Pierre Bélanger is a scholar of landscape, infrastructure, and urbanism at Harvard’s Graduate School of Design. But this Sunday (July 11), the associate professor will trade his books and maps for a bathing suit to join 100 other master swimmers in a mile race in the Charles River.
It’s an event that defies an old local story: that you swim in the Charles only to get out of it.
To Bélanger, an open-water swimmer for 10 years, the race is a chance to celebrate the river’s ecological comeback, and to raise awareness about preserving fresh water resources everywhere. “The future of clean water,” he said, “is the future of civilization.”
Bélanger, whose research revolves around clean drinking water and urban rivers, looks forward to the day when a public resource can be used regularly by the public — a day when you can “see thousands of swimmers on the waterfront of the Charles River,” he said, “and not just people sprinting along on a Sunday.”
It is currently illegal to swim in the Charles without special permission.
Sunday’s race, which will include other Harvard entrants, is co-sponsored by the Charles River Conservancy, a decade-old advocacy group based in Cambridge, and the Charles River Swimming Club, founded in 2005.
The club’s major event is the annual race, open to swimmers 16 and older. One of its goals is to speed the return of public swimming to a body of water that the club Web site admits “has a speckled past.”
Bélanger, who grew up in Toronto, has long been aware of the importance of fresh water. His native region adjoins the Great Lakes, which make up about a quarter of the world’s freshwater resources.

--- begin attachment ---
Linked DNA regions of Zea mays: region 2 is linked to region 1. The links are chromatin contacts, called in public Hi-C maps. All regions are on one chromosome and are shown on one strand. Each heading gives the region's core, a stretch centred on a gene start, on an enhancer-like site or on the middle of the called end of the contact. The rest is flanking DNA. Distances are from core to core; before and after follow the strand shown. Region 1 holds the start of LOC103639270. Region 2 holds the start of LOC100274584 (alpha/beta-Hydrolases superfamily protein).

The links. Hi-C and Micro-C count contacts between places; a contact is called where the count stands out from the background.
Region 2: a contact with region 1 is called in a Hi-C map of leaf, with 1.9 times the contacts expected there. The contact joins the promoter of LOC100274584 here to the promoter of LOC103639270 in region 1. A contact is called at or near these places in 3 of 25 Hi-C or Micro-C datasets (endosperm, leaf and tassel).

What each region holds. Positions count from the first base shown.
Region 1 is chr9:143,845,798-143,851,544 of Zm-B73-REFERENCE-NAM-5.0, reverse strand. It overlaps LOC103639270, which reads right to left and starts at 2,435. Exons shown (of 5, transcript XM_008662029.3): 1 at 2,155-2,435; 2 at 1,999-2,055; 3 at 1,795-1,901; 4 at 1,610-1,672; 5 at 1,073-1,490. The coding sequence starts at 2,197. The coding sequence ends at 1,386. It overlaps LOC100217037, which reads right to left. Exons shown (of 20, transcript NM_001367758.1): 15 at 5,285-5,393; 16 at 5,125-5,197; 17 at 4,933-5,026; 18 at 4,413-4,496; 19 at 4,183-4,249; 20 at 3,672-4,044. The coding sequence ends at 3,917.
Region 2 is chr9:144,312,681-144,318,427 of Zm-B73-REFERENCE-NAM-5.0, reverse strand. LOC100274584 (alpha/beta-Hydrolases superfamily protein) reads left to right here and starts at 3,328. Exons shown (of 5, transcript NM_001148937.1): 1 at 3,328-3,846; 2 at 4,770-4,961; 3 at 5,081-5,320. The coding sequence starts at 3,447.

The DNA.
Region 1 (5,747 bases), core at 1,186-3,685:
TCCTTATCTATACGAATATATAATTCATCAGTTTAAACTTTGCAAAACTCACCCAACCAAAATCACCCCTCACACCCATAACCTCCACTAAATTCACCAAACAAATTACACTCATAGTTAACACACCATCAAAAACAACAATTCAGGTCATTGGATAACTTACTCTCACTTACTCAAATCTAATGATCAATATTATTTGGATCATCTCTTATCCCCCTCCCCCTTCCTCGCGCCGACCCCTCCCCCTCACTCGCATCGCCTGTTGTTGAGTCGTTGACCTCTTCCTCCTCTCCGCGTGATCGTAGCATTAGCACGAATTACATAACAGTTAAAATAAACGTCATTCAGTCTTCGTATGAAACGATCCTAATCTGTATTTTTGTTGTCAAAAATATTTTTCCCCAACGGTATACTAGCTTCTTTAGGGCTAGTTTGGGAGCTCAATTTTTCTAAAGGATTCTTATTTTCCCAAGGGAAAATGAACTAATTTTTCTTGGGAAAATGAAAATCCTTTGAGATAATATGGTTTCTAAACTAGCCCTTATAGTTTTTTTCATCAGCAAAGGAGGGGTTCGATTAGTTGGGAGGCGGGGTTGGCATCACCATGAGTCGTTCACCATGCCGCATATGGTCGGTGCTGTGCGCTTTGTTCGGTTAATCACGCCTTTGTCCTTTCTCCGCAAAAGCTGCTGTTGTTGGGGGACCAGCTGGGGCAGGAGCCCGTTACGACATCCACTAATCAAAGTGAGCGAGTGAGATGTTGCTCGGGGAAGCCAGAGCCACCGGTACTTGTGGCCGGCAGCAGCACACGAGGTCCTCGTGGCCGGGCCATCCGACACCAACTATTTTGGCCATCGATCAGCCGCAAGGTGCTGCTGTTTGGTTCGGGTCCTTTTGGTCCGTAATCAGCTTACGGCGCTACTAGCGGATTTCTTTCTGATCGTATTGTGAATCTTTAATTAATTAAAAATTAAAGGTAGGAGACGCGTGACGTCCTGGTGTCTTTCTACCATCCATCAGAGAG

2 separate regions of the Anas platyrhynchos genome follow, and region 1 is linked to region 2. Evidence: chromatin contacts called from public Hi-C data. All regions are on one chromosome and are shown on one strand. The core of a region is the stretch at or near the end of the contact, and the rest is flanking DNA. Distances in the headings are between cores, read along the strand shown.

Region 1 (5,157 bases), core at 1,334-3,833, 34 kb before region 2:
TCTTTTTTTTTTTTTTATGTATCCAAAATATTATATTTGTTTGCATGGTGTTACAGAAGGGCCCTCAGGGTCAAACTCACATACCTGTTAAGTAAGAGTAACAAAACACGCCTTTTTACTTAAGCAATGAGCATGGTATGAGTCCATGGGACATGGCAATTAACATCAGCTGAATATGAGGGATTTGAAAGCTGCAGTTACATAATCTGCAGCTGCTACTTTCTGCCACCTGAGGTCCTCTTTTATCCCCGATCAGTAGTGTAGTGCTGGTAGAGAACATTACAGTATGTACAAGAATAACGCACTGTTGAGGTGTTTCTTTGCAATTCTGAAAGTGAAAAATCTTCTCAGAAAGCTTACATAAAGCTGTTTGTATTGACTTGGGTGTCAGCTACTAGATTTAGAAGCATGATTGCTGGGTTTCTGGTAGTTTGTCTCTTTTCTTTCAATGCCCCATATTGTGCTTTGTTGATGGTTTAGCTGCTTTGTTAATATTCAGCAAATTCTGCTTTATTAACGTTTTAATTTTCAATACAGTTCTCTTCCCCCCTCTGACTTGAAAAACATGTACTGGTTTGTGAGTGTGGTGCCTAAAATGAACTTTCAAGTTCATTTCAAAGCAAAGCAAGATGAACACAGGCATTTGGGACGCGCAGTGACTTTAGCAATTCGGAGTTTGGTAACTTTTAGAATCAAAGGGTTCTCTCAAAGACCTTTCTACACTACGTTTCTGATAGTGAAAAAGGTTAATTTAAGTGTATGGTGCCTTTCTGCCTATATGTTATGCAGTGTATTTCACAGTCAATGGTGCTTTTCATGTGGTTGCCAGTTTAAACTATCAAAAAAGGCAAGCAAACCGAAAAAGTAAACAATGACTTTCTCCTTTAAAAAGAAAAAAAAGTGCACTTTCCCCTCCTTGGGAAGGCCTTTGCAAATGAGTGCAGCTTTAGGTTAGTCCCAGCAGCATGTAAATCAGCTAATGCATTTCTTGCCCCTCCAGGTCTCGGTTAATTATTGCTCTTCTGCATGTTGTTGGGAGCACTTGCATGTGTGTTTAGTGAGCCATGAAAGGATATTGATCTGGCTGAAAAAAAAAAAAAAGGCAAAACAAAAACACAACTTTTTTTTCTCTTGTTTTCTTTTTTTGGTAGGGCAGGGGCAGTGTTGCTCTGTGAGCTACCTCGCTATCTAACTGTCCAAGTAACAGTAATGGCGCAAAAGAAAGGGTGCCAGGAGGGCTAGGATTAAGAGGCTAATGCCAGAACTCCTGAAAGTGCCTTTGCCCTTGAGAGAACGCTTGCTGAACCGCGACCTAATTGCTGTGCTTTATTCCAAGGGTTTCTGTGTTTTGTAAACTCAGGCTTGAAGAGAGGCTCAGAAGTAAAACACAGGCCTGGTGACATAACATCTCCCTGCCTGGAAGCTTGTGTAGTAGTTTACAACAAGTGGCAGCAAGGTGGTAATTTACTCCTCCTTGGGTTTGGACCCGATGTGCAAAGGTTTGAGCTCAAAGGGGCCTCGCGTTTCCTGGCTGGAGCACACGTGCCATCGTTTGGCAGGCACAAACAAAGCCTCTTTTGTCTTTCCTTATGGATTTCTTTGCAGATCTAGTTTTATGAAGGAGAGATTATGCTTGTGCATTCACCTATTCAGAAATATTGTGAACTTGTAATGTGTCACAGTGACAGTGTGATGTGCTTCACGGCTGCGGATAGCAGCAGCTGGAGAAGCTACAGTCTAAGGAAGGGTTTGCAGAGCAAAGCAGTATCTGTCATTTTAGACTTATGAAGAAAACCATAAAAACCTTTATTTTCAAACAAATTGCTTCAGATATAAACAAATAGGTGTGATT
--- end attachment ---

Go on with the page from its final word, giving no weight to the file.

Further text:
The professor considers the Charles a wonderful asset, and sees the race as a strategy to make the river more visible as an ecological resource.
The Charles is an infrastructure just as important as roads and streets, said Bélanger. But he realizes that it may not be viewed this way, which is a main reason for his race participation.
“The race next Sunday is more than just a competition,” said Belanger. “It is a challenge to everyone in the city who looks, sees, watches, enjoys, lives near the water.”
It is imperative for the Harvard community to become more involved in Charles River research, said Bélanger, and in preserving the freshwater resources so close to the University.
Several factors could cancel Sunday’s race, including a stormwater overflow from expected rains or an increase in algae production based on the high temperatures that Boston has endured this week. But Bélanger remains optimistic it will take place.
His goal is to finish in under 12 minutes, though he says open-water swimming is “more about endurance and pace, not speed and sprinting.”
His long-term athletic goal? To swim across Lake Ontario, a distance of about 25 miles.
Bélanger looks forward to a growth spurt for the sport of open-water swimming. As for the Charles, he said: It will be a beautiful day when people can go outside and swim in it regularly.